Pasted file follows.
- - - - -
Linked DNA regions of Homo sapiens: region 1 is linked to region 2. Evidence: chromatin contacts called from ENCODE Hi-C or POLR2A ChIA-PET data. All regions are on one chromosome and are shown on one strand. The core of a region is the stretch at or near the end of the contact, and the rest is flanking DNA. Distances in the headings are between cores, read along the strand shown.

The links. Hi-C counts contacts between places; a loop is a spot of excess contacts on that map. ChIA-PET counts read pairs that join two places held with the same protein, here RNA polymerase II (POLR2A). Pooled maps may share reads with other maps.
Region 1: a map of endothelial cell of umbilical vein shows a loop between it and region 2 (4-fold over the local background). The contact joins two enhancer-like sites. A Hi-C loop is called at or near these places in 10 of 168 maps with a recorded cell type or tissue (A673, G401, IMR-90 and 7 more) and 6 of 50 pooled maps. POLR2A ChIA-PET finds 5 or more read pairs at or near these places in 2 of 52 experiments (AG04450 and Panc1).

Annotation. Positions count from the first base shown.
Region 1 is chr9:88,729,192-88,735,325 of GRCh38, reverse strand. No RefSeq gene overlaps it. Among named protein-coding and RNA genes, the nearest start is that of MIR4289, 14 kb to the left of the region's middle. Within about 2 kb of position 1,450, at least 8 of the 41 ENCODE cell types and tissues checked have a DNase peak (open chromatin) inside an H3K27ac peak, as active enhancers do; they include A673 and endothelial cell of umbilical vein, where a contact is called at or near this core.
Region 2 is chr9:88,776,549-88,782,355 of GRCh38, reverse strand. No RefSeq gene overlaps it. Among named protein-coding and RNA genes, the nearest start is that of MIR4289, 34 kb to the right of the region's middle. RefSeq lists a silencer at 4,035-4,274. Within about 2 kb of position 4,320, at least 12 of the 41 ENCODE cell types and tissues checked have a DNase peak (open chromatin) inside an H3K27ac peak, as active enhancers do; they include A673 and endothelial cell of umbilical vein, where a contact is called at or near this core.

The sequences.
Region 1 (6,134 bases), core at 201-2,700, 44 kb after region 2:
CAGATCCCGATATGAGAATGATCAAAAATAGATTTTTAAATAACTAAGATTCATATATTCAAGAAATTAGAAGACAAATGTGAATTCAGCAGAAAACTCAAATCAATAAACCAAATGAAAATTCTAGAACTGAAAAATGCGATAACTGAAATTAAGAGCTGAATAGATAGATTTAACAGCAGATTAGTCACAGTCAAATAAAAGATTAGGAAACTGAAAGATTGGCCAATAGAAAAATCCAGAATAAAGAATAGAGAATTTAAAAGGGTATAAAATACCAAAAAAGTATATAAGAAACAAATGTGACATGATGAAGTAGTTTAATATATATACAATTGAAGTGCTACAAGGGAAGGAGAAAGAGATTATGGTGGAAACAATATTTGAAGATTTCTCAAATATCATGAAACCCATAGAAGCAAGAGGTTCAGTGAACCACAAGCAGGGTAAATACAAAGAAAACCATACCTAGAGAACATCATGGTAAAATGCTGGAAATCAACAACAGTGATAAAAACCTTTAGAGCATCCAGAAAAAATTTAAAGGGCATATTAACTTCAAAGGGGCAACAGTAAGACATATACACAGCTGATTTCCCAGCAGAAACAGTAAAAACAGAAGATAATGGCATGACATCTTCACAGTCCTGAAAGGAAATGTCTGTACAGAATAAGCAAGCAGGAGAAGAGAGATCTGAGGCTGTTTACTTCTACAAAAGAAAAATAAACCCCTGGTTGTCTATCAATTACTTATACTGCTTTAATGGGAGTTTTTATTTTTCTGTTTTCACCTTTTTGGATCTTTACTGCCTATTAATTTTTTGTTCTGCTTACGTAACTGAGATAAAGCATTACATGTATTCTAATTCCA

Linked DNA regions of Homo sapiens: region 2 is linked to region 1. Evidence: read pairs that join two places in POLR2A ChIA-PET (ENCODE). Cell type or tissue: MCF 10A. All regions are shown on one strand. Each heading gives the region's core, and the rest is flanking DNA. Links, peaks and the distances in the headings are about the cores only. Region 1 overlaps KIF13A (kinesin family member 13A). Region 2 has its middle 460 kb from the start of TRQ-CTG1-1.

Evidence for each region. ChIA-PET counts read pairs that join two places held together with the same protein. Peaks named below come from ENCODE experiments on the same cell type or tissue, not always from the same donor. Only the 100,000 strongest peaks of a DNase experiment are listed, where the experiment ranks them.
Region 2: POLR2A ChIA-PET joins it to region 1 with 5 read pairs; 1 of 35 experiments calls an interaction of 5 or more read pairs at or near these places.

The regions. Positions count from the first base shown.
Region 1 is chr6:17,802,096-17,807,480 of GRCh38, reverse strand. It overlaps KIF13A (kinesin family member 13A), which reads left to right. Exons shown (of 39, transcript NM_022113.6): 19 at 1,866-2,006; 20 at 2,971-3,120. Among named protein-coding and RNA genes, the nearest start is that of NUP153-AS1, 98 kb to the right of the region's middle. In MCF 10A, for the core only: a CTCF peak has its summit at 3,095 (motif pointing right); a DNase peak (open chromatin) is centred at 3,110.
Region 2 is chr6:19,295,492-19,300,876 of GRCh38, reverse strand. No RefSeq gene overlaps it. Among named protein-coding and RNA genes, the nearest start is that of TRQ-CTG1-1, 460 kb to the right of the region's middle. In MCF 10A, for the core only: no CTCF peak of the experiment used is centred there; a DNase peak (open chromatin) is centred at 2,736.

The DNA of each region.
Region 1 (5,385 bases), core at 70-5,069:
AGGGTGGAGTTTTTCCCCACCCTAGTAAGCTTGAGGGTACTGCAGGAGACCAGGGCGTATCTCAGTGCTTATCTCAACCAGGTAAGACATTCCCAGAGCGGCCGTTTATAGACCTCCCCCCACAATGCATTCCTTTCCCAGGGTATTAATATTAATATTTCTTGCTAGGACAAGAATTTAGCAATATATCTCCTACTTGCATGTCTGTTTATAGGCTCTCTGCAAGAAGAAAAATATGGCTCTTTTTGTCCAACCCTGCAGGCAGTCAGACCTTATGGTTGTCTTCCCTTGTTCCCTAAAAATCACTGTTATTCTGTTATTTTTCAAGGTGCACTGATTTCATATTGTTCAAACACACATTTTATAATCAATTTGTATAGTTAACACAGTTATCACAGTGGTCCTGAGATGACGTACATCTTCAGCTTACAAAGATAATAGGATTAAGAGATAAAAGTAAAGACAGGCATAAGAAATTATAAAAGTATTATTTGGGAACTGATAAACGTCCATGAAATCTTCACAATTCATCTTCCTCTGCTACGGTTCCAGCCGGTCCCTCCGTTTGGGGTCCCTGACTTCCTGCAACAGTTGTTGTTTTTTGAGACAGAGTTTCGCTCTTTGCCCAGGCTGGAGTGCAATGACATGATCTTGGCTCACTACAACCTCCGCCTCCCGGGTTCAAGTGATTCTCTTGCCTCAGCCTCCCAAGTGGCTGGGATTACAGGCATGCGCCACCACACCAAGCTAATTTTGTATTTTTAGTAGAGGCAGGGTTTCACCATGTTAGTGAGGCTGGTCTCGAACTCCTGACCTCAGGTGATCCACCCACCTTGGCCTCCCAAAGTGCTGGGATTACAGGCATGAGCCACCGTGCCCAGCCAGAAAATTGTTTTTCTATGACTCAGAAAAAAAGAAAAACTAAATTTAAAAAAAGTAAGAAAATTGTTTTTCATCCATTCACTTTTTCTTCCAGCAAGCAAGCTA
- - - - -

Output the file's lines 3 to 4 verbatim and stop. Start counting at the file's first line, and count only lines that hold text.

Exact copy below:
Region 1: a map of endothelial cell of umbilical vein shows a loop between it and region 2 (4-fold over the local background). The contact joins two enhancer-like sites. A Hi-C loop is called at or near these places in 10 of 168 maps with a recorded cell type or tissue (A673, G401, IMR-90 and 7 more) and 6 of 50 pooled maps. POLR2A ChIA-PET finds 5 or more read pairs at or near these places in 2 of 52 experiments (AG04450 and Panc1).

Annotation. Positions count from the first base shown.